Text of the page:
Pediatric Hearing Loss – FAQs
- How many children are affected worldwide by hearing loss?
- What should I do if my baby fails the newborn hearing screening?
- Will my child ever hear me?
- Will my child ever talk to me?
- How do I receive special services for my child in my town?
- What should I do if I am worried about my child’s hearing?
- How does the ear work?
- Where does hearing loss occur in the ear?
- How is hearing loss measured?
- Who can test my baby’s hearing?
- What is an audiogram?
- What are the speech frequencies and why are they important?
- What is degree of hearing loss?
- What happens when my hearing-impaired child gets an ear infection?
- How often should my hearing-impaired child’s hearing be tested?
- What are common symptoms of hearing loss in infants?
- Why does my child have hearing loss?
- What is genetic hearing loss?
- Should my child be referred for genetic testing?
- What are the two types of genetic hearing loss?
- What is a syndrome?
- What are the characteristics of nonsyndromic hearing loss?
- What are the characteristics of syndromic hearing loss?
- Are there other types of genetic hearing loss?
- What are some of the diseases that could cause newborn hearing loss?
- What is cytomegalovirus (CMV)?
- What is herpes simplex?
- What is rubella?
- What is varicella (chickenpox)?
- What is syphilis?
- What is toxoplasmosis?
- What is meningitis?
- What are some of the medications used to treat sick children that can cause hearing loss?
- What are some other treatments that can cause hearing loss?
- Why are premature infants at risk for hearing loss?
- Can children with fetal alcohol syndrome have hearing loss?
- What ototoxic medications taken during pregnancy can cause hearing loss in the baby?
- Can lead poisoning cause hearing loss?
- What kind of head trauma might result in a hearing loss?
Hearing loss in children is common with 170 million children with hearing loss worldwide that will need a lifetime of support (WHO, 2002). Hearing loss affects 1 to 3 infants per 1000 births and is the most common congenital sensory disorder. This number increases when conductive hearing losses such as those caused by middle ear problems are included.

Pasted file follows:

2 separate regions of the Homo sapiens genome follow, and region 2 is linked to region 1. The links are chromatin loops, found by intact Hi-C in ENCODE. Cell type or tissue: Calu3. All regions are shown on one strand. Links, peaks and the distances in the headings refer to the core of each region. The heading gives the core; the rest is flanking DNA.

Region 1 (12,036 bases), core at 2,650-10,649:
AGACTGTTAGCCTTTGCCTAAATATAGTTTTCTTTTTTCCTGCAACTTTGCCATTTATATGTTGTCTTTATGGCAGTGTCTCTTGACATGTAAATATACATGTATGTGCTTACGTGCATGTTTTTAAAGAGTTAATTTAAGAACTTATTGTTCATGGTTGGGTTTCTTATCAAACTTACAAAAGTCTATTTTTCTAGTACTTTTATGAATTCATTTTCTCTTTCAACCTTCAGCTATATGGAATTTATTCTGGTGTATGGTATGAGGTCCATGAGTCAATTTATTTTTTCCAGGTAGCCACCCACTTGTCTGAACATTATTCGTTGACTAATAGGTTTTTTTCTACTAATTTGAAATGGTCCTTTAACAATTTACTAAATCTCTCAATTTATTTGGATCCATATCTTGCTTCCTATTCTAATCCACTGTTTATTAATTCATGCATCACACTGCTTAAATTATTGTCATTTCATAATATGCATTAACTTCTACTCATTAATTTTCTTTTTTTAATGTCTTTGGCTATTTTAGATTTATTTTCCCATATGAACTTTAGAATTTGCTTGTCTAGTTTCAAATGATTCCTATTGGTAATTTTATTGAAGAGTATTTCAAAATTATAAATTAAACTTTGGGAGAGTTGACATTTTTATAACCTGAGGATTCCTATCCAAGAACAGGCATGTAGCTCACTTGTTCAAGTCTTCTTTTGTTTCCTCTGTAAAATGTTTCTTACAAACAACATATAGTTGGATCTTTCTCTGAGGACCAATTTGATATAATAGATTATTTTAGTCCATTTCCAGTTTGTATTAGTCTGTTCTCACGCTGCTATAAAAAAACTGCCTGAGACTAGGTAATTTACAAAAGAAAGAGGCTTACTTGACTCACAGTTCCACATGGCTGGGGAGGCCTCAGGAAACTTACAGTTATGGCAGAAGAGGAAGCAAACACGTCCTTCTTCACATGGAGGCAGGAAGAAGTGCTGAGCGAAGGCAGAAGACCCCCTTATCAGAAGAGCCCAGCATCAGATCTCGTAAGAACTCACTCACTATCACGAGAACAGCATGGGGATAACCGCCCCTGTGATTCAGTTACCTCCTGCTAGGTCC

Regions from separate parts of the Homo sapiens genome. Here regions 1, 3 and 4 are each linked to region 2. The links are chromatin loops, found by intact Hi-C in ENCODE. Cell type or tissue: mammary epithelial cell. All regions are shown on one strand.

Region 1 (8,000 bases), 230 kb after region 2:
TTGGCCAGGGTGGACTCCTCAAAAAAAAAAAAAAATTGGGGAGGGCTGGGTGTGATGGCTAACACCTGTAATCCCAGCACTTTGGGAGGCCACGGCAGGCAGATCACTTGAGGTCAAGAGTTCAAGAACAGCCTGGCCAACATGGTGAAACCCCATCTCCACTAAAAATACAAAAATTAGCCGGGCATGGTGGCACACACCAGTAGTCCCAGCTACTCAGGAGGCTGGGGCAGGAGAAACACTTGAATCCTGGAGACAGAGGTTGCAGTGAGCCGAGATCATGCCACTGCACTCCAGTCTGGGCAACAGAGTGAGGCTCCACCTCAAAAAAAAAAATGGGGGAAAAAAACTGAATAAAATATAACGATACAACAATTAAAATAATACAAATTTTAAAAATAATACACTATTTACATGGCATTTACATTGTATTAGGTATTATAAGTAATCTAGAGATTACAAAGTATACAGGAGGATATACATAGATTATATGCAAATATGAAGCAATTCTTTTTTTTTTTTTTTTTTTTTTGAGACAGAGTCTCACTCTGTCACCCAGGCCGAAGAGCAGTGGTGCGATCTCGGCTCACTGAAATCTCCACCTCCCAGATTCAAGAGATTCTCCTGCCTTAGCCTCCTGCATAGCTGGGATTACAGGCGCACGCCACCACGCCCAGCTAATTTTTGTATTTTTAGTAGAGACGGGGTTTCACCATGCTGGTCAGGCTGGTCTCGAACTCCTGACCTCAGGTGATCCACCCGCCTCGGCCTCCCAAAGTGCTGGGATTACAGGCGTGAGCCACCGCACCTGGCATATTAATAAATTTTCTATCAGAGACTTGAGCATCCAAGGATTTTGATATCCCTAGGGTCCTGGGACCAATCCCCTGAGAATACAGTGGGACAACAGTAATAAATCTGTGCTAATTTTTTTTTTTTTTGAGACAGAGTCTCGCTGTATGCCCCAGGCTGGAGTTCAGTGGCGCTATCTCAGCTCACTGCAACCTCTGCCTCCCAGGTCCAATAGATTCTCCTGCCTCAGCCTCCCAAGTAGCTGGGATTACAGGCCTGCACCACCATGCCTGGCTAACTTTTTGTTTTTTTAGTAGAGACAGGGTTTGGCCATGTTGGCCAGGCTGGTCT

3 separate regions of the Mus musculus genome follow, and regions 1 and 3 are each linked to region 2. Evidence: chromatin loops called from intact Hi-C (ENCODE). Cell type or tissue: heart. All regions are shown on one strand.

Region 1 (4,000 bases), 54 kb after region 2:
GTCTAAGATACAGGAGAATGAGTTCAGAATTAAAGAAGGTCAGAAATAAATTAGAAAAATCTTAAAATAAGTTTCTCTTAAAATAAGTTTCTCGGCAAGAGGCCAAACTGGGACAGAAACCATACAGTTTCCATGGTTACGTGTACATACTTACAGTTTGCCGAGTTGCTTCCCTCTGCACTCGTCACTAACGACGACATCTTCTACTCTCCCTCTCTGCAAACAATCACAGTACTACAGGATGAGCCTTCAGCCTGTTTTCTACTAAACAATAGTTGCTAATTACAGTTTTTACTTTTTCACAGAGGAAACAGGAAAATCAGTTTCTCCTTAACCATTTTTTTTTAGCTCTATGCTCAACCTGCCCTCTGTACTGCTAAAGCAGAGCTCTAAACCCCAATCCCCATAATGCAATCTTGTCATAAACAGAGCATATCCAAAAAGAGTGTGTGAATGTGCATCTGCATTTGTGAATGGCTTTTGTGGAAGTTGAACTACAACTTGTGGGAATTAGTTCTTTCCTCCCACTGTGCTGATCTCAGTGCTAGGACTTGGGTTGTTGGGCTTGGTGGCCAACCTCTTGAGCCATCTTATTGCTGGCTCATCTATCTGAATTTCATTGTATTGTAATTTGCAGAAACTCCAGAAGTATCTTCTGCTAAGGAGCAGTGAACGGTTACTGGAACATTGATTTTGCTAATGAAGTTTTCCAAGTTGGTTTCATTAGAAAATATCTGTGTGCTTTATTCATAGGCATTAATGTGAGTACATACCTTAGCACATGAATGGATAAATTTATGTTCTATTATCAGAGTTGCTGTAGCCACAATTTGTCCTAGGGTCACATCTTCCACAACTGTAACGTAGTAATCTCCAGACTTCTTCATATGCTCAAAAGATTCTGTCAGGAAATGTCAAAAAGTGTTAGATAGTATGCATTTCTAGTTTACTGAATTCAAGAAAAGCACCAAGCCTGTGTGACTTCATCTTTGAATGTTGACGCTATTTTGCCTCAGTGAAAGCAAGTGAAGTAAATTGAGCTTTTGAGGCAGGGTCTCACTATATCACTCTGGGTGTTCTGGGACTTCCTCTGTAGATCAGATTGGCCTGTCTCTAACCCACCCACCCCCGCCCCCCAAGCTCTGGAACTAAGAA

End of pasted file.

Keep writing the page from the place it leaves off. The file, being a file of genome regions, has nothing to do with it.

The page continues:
If your baby fails his or her initial newborn hearing screening, he or she will most likely be rescreened in the hospital. If your baby fails the hospital rescreen, he or she should have a comprehensive auditory brainstem response (ABR) evaluation. This thorough evaluation will determine the softest sounds at different pitches that your baby responds. If the comprehensive ABR responses are consistent with normal hearing, no further testing is immediately necessary, but some babies’ hearing needs to be monitored for hearing loss that may appear later. If the comprehensive ABR evaluation shows that your baby has hearing loss, you should be referred to an ear physician and for certain cases also a pediatric audiologist to advise you on amplification options.
This depends on the degree of hearing loss. With modern technology, there are very few hearing losses that cannot be helped. For any degree of hearing loss, when appropriate support and technology are given, access to speech sounds and other important sounds is possible.
Speech ability depends on the degree of hearing loss. With appropriate support, most children with hearing loss develop good speech and language and can do almost anything that a person with normal hearing can do. It is critical that the hearing loss be identified early and appropriate intervention begin early to expose your child to speech sounds as early as possible.
All children with special needs living in the United States are eligible for a free, appropriate, public education, from day of diagnosis. Your child may begin receiving assistance from your local education agencies, even as an infant. Contact your local public school district to ask about their programs and services to help you and your child.
If you have any concerns about your child’s hearing, even if your child has already had a hearing test in the past, it is important to seek help as soon as possible. No child is too young to test. Even newborns’ hearing can be tested. The outcomes for many children with hearing loss are better than they have ever been before. Contact us at 469-803-5552 to schedule an appointment to test your child’s hearing.
The ear has three main parts: the outer, middle and inner ear. The outer ear opens into the ear canal. The eardrum separates the ear canal from the middle ear. Small bones in the middle ear help move sound to the inner ear. The inner ear contains the hearing nerve, which leads to the brain. Sounds are vibrations or sound waves in the air that go through the ear canal and hit the eardrum, causing it to vibrate. The vibrations are passed to the small bones of the middle ear, which transmit them to the cochlea and the hearing nerve in the inner ear. The vibrations become nerve impulses that are sent to the brain and are made into meaningful information. The brain is the most important part of the hearing mechanism.